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University of Alaska Southeast students, hoping to fend off continued steep tuition increases, say they'll bring their message to the University of Alaska Board of Regents today.
The board, which oversees multiple University of Alaska campuses, will meet in Juneau Thursday and Friday, and set tuition for 2012-2013 during the meeting.
Student leaders organized a protest on campus Wednesday, where students waved placards featuring clever, and sometimes clever and angry, denunciations of the tuition increases.
Phrases like "My Dreams Just Became 10% More Impossible," "Don't Make Daddy Go Broke" and "The Grinch Stole My Education" adorned signs carried by students as they rallied in front of the campus' large totem pole and then marched through buildings.
Student Government Vice President Jamie Ginn said since she started at UAS in 2005, tuition per credit hour has gone up 50 percent.
"I think that's outrageous," she said.
The increase in question is for the 2012-2013 academic year, by which time Ginn said she'll have graduated.
"This increase doesn't affect me, but I'm still hear fighting for you guys. I wish somebody had done that for me," she told the rally crowd.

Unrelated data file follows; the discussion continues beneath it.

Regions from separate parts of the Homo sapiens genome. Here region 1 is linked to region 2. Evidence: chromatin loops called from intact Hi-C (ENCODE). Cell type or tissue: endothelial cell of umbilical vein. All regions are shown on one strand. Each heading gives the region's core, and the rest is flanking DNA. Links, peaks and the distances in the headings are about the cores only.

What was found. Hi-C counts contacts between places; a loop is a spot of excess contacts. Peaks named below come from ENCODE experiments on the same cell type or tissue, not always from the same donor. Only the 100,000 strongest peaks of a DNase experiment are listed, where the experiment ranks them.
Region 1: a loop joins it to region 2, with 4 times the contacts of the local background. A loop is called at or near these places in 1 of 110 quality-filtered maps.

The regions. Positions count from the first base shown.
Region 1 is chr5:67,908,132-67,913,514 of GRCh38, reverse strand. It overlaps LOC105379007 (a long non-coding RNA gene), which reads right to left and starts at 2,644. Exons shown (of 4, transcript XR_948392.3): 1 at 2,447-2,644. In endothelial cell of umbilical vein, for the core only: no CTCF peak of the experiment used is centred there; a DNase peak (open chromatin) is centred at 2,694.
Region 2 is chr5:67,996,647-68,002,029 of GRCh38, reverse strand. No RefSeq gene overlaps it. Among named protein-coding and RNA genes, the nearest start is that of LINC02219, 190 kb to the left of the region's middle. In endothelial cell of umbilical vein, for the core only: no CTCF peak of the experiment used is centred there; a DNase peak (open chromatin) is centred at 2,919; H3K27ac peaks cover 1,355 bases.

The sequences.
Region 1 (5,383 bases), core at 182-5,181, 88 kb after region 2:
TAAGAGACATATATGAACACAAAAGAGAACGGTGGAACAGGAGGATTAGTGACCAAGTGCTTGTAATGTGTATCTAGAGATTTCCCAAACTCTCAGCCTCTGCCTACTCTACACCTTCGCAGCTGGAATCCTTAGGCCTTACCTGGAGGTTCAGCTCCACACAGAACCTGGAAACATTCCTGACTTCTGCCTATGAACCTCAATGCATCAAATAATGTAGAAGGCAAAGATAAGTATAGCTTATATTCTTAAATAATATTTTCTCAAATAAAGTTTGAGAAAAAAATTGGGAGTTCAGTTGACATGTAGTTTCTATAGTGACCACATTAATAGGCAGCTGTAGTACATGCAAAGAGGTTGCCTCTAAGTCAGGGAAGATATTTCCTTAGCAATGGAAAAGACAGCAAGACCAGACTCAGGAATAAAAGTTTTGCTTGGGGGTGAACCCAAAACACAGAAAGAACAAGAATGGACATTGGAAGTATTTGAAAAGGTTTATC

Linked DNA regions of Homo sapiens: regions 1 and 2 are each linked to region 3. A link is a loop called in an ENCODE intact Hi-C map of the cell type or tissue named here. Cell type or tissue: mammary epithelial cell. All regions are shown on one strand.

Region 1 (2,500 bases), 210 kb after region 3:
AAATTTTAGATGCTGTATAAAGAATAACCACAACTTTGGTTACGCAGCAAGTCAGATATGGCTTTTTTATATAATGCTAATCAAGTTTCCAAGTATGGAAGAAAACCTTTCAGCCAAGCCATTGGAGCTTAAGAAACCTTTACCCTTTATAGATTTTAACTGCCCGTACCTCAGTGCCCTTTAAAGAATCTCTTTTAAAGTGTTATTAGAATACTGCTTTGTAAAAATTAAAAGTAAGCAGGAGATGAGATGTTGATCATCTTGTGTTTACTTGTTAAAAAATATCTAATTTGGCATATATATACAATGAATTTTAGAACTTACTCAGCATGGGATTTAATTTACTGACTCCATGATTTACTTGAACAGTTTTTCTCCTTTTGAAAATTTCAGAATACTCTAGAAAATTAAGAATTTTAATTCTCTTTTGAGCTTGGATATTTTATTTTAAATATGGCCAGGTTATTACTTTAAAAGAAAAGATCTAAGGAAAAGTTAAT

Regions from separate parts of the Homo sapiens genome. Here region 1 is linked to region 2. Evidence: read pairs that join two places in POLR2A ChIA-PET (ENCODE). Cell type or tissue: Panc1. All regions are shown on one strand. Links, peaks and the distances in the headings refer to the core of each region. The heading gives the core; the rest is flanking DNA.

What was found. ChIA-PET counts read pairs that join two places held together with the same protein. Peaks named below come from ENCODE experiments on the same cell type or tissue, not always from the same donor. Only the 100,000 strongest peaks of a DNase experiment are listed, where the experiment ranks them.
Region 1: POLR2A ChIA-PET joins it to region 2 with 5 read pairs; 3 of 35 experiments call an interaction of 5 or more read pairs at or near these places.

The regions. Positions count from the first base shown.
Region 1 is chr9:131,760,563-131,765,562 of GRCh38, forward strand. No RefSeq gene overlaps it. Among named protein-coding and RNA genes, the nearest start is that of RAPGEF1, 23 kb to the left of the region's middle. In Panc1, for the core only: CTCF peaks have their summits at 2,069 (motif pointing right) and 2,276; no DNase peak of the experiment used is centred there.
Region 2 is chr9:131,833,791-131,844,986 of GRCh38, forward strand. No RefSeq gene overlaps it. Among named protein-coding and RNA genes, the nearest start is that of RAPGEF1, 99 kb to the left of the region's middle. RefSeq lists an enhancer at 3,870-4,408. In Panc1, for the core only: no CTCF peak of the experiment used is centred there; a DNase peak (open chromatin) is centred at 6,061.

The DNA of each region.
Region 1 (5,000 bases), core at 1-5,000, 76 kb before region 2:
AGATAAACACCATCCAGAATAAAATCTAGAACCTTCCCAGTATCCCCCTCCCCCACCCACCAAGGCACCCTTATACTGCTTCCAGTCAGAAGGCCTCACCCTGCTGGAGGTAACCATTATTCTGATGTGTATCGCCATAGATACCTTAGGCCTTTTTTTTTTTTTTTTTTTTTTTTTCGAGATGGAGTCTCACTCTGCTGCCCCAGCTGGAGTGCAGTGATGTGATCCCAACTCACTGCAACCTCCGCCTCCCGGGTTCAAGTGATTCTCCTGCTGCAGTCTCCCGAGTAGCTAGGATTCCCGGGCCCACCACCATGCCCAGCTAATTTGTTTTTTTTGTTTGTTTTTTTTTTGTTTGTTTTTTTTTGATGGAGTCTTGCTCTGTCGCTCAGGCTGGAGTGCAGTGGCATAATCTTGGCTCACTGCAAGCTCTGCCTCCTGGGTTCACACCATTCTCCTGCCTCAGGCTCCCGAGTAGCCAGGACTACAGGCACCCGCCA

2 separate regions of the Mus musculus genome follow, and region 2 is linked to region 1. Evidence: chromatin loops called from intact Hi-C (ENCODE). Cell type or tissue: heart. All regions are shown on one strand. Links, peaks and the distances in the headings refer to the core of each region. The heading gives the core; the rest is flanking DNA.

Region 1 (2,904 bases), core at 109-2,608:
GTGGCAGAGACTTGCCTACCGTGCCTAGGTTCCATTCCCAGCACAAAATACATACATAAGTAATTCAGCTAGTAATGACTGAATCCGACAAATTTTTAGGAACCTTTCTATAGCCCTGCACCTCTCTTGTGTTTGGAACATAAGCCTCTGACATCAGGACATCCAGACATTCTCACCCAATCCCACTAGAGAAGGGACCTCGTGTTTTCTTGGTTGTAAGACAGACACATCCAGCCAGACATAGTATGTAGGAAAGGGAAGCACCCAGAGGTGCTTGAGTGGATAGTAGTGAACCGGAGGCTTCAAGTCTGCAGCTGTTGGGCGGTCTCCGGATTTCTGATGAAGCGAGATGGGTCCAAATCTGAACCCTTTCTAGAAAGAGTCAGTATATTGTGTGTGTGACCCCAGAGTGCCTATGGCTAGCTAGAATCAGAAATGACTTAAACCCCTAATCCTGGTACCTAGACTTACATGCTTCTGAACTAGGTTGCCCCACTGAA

The proposal by University of Alaska President Patrick Gamble contains two tuition options for the regents to decide between, increases of 10 percent and 12 percent. They would be in addition to increases already approved for the 2011-2012 academic year.
Last year the board approved an increase of 5 percent for lower-division and 10 percent for upper-division credits.
Last spring, then-UA President Mark Hamilton proposed the increase now under consideration, which Gamble has continued to advocate.
If a 10-percent increase is approved, it would bring the cost of a credit hour at UAS and most state campuses to $178, up from the $147 per credit students are paying now.
Ginn said that when she started at UAS she was paying $99 an hour.
The UA system previously adopted a policy saying students have a responsibility to contribute to the cost of their education to the extent practicable.
Student Rudy Atencio, who was at the protest, said cuts to federal student grant programs will combine to push college out of reach of some.
"Those programs are no longer available, making it harder for a lot of people already," he said.
UAS Dean of Enrollment Joe Nelson was at the protest, "applauding from the sidelines," he said.
He praised the students for their activism, and said their concerns about the tuition increase would be heard by the university administration.
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